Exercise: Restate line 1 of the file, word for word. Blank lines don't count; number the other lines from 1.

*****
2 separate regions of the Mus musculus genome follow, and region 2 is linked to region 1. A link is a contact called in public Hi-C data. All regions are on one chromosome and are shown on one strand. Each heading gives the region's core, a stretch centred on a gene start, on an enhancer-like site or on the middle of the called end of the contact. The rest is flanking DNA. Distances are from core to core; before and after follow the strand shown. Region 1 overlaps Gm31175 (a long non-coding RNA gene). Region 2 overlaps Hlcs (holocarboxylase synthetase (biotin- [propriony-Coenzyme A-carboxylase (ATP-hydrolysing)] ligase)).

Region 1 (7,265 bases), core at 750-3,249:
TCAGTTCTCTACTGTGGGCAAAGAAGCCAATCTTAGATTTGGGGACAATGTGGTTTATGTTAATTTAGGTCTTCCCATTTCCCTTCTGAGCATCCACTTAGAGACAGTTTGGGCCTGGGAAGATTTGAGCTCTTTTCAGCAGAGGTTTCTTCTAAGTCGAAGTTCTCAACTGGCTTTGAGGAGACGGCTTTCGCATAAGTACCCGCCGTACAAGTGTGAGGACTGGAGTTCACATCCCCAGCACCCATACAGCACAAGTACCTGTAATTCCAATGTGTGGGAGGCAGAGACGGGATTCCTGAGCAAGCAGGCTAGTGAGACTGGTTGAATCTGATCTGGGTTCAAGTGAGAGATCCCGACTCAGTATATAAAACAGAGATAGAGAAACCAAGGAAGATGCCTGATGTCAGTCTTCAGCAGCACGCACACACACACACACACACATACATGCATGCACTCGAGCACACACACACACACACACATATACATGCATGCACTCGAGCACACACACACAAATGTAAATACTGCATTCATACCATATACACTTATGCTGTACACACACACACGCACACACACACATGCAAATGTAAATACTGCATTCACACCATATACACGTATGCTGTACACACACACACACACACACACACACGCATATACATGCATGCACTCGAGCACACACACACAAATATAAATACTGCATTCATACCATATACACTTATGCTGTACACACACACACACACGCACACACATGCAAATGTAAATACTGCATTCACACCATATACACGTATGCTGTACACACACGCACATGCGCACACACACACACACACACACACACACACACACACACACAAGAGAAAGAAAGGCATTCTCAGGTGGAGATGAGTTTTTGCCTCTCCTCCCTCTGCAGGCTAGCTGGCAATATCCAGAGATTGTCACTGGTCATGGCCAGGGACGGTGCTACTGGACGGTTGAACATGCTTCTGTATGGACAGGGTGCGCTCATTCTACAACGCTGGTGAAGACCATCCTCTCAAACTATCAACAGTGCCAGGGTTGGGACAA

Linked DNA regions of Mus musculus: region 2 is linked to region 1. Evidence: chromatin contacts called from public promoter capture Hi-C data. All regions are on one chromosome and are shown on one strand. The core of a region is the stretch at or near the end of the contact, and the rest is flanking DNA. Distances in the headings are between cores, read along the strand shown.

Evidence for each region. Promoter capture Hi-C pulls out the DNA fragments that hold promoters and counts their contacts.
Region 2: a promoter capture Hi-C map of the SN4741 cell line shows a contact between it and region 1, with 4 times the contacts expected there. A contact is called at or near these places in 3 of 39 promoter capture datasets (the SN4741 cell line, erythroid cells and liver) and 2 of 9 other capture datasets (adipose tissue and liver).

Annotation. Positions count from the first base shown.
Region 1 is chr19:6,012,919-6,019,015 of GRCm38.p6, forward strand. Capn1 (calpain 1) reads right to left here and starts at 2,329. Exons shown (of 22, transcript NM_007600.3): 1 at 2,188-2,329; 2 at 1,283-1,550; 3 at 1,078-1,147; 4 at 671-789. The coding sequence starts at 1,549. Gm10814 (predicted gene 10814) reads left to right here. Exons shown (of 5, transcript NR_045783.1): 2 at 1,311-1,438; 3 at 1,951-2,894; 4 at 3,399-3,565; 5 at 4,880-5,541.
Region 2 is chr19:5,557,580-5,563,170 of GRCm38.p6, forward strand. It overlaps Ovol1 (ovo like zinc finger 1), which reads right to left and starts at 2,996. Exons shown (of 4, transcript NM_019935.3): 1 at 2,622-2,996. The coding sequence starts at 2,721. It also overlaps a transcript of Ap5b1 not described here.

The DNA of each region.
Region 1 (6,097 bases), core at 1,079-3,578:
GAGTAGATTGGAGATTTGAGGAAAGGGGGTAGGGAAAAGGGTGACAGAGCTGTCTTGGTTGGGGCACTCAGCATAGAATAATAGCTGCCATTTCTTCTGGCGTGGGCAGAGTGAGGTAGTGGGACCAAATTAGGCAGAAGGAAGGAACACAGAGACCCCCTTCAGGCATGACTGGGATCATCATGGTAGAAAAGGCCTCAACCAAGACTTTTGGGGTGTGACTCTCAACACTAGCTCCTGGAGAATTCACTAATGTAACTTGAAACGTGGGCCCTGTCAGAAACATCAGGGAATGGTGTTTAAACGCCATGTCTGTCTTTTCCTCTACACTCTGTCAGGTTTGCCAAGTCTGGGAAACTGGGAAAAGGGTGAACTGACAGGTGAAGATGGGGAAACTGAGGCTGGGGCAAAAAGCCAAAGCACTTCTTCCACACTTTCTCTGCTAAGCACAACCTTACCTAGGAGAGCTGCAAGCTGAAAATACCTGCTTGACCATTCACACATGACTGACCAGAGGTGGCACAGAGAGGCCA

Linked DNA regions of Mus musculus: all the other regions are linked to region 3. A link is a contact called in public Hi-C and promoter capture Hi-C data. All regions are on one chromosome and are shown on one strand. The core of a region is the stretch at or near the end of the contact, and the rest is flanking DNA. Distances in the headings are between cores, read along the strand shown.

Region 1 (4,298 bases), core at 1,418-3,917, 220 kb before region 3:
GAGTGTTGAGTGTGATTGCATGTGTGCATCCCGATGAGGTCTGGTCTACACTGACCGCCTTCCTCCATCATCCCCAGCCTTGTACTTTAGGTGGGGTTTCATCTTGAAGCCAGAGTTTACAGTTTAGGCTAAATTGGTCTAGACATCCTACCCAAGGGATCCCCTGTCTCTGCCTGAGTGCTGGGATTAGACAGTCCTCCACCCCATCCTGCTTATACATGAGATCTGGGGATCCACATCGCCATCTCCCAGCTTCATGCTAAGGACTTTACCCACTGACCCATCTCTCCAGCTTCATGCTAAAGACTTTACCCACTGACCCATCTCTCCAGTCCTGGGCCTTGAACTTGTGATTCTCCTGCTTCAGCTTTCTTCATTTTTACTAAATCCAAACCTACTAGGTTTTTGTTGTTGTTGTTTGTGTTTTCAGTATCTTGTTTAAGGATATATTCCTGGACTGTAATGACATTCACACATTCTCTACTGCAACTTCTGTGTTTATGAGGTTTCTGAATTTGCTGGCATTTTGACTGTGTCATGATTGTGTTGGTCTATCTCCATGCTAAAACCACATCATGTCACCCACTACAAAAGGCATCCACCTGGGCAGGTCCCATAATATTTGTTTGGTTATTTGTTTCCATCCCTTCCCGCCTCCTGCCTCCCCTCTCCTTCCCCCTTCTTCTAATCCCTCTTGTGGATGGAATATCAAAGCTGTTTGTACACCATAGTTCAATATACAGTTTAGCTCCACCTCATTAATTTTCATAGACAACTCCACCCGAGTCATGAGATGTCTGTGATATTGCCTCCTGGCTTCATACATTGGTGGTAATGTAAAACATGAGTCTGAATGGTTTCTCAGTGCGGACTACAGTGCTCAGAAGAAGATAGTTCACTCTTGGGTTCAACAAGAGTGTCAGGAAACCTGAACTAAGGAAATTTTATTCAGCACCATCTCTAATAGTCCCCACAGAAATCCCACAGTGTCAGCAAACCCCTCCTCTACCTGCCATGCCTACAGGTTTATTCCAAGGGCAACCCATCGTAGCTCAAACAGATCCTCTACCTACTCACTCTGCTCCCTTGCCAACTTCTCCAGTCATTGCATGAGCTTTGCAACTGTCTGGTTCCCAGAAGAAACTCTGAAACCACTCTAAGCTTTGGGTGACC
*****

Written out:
2 separate regions of the Mus musculus genome follow, and region 2 is linked to region 1. A link is a contact called in public Hi-C data. All regions are on one chromosome and are shown on one strand. Each heading gives the region's core, a stretch centred on a gene start, on an enhancer-like site or on the middle of the called end of the contact. The rest is flanking DNA. Distances are from core to core; before and after follow the strand shown. Region 1 overlaps Gm31175 (a long non-coding RNA gene). Region 2 overlaps Hlcs (holocarboxylase synthetase (biotin- [propriony-Coenzyme A-carboxylase (ATP-hydrolysing)] ligase)).